GOP AG's in 22 States Say Anti-Abortion Americans Have 'Nowhere' to Go Under Biden Budget

Twenty-two Republican state Attorneys General are blasting the Biden administration on "moral, religious and fiscal" grounds because the 2022 budget proposal omits the Hyde Amendment—a 1976 measure which prohibits the use of federal funds for abortion services.

State attorneys general are going on the offensive this week over the Biden administration's "conspicuous omission of the Hyde Amendment" from the 2022 fiscal year budget proposal. Twenty-two AG's have penned cautionary op-eds and sent a joint letter to Congress Monday which urges them to reject President Joe Biden's "abrupt reversal" toward the Hyde Amendment. The GOP AG's argue that while the Supreme Court has previously ruled women have a constitutional right to an abortion, they say "this 'right' is not a taxpayer-backed guarantee."

Republican AG's cited the national debt, "moral objections" and even increased technology for pregnant mothers as reasons to prevent any federal funding for abortion procedures. The letter describes abortion access as "wasteful spending."

GOP State AG's including Texas' Ken Paxton, Alabama's Steve Marshall and Florida's Ashley Moody all signed on to the Monday letter which calls for reinstatement of the Hyde Amendment and claims that anti-abortion Americans will have "nowhere" to go should Biden's budget pass.

"If state taxpayers disagree with the services that their tax dollars pay for, they can 'vote with their feet' and move to a state with lower taxes or one that prioritizes spending differently," reads the letter to congressional leaders, which was co-signed by 22 Republican attorneys general.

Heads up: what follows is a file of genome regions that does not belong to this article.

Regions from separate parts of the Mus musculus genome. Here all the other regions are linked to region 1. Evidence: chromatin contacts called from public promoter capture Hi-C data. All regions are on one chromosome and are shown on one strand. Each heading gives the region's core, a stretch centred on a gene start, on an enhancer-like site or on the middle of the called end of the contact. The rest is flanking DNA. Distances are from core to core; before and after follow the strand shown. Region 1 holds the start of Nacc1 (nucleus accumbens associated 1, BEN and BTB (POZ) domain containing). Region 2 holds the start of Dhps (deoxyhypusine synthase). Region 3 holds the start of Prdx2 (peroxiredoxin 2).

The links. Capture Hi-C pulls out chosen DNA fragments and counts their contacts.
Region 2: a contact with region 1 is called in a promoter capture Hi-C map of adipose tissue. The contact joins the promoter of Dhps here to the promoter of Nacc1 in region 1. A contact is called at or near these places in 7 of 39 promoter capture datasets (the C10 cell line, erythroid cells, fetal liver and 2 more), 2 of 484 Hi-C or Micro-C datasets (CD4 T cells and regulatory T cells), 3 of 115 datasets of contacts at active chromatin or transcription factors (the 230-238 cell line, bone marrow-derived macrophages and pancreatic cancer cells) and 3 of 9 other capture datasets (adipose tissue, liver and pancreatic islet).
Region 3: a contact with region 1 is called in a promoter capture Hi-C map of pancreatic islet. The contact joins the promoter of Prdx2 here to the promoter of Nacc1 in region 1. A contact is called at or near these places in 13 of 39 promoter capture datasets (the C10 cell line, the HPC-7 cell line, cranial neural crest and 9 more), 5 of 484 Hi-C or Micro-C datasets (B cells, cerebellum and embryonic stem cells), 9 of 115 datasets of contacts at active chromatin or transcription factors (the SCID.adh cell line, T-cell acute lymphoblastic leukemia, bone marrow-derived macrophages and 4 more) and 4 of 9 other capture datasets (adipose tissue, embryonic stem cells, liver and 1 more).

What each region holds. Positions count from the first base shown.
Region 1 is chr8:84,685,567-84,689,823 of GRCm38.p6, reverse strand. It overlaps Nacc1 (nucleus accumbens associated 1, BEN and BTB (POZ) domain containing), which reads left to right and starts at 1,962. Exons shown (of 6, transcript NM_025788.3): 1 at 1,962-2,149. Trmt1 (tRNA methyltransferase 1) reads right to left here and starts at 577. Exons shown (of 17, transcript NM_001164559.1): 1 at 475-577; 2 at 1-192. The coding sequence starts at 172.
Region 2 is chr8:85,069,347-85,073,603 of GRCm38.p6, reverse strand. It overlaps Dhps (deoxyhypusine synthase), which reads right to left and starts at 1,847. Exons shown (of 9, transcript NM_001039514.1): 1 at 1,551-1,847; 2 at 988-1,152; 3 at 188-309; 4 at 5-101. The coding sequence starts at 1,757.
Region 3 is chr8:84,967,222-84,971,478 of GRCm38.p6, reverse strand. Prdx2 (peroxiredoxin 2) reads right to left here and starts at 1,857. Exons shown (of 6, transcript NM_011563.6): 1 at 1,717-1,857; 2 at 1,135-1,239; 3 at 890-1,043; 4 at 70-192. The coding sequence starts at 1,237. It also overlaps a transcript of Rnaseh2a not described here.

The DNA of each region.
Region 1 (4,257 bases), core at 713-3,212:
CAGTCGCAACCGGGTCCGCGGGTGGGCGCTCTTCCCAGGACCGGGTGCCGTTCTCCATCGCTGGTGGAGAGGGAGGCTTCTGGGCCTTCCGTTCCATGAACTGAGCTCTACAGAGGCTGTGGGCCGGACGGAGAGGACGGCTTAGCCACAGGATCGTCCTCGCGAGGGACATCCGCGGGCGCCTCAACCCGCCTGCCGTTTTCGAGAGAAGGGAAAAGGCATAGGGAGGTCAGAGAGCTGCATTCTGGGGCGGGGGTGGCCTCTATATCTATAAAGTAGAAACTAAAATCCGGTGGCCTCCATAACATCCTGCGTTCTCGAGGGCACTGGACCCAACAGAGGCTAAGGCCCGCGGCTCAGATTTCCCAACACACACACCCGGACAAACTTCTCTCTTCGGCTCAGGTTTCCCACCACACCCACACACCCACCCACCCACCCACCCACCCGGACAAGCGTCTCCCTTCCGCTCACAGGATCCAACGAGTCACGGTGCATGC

"But because one cannot move to avoid federal taxes, there would be nowhere for a pro-life, or even a moderately pro-choice, American to go to avoid violating the moral or religious conviction that their hard-earned dollars not be used to fund abortions," the GOP AG's wrote.

The Hyde Amendment, which President Joe Biden publicly supported as recently as June 2019, says federal funds including Medicaid can only be used for abortion services in cases of rape, incest or to save the life of a woman. Biden was lauded by Planned Parenthood and abortion rights groups for walking back his decades-long support of the measure during his 2020 presidential campaign.

Reproductive rights groups have long accused the Hyde Amendment of being a discriminatory policy which hurts minority women, and low-income women on Medicaid.

The Republican AG's letter characterized the Hyde Amendment a longtime bipartisan guarantee which has been passed by seven presidents, three Democrats and four Republicans, since being passed as a temporary "rider" in 1976—three years after Roe v. Wade.

The letter cites at least one 2021 abortion survey which portrayed a majority of Americans as opposing access to abortion, but numerous other recent polls show public support has shifted dramatically in favor of supporting abortion rights.

State AG's have written blistering op-eds in publications across the country which have warned of ethical, fiscal, and religious consequences if Biden fails to reinstate the Hyde Amendment. Mississippi AG Lynn Fitch penned a Wall Street Journal op-ed last week which said technology has improved an unborn child's viability enough that abortion is increasingly becoming immoral. And Tennessee AG Herbert H. Slatery III issued a statement Monday which said Biden is eliminating 45 years of bipartisan "common ground."

"Prohibiting the federal funding of most abortions is what both Democrats and Republicans have supported for decades and should not be changed," Slatery wrote.

Newsweek reached out to several GOP attorneys general for additional remarks about their opposition to the Biden budget proposal and the Hyde Amendment.

anti-abortion protest republicans
Pro-life protesters stand near the gate of the Texas state capitol at a protest outside the Texas state capitol on May 29 in Austin, Texas. Thousands of protesters came out in response to a new bill outlawing abortions after a fetal heartbeat is detected signed by Texas Governor Greg Abbot. SERGIO FLORES / Stringer/Getty Images